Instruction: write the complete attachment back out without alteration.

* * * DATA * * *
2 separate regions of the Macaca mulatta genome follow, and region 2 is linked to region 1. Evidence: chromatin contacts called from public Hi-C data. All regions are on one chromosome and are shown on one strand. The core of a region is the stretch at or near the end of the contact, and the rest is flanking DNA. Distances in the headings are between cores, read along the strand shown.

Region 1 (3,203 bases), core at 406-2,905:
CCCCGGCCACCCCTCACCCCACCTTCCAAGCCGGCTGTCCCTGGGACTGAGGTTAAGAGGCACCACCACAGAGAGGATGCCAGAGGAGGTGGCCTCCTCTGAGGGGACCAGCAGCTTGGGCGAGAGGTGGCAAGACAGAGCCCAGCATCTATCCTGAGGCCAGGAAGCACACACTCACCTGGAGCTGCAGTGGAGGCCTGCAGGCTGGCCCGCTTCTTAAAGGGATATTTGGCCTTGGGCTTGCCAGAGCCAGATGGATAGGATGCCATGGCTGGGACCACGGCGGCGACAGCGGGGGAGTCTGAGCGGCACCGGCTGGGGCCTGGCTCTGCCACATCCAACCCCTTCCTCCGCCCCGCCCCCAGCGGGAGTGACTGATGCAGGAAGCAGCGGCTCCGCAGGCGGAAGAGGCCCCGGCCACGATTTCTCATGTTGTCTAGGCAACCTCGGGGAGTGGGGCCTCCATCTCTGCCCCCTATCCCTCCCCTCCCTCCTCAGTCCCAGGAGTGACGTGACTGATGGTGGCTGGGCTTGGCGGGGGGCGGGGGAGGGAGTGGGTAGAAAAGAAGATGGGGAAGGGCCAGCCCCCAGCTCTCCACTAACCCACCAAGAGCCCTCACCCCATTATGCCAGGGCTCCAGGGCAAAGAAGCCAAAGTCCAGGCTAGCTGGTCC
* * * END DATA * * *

2 separate regions of the Macaca mulatta genome follow, and region 2 is linked to region 1. Evidence: chromatin contacts called from public Hi-C data. All regions are on one chromosome and are shown on one strand. The core of a region is the stretch at or near the end of the contact, and the rest is flanking DNA. Distances in the headings are between cores, read along the strand shown.

Region 1 (3,203 bases), core at 406-2,905:
CCCCGGCCACCCCTCACCCCACCTTCCAAGCCGGCTGTCCCTGGGACTGAGGTTAAGAGGCACCACCACAGAGAGGATGCCAGAGGAGGTGGCCTCCTCTGAGGGGACCAGCAGCTTGGGCGAGAGGTGGCAAGACAGAGCCCAGCATCTATCCTGAGGCCAGGAAGCACACACTCACCTGGAGCTGCAGTGGAGGCCTGCAGGCTGGCCCGCTTCTTAAAGGGATATTTGGCCTTGGGCTTGCCAGAGCCAGATGGATAGGATGCCATGGCTGGGACCACGGCGGCGACAGCGGGGGAGTCTGAGCGGCACCGGCTGGGGCCTGGCTCTGCCACATCCAACCCCTTCCTCCGCCCCGCCCCCAGCGGGAGTGACTGATGCAGGAAGCAGCGGCTCCGCAGGCGGAAGAGGCCCCGGCCACGATTTCTCATGTTGTCTAGGCAACCTCGGGGAGTGGGGCCTCCATCTCTGCCCCCTATCCCTCCCCTCCCTCCTCAGTCCCAGGAGTGACGTGACTGATGGTGGCTGGGCTTGGCGGGGGGCGGGGGAGGGAGTGGGTAGAAAAGAAGATGGGGAAGGGCCAGCCCCCAGCTCTCCACTAACCCACCAAGAGCCCTCACCCCATTATGCCAGGGCTCCAGGGCAAAGAAGCCAAAGTCCAGGCTAGCTGGTCC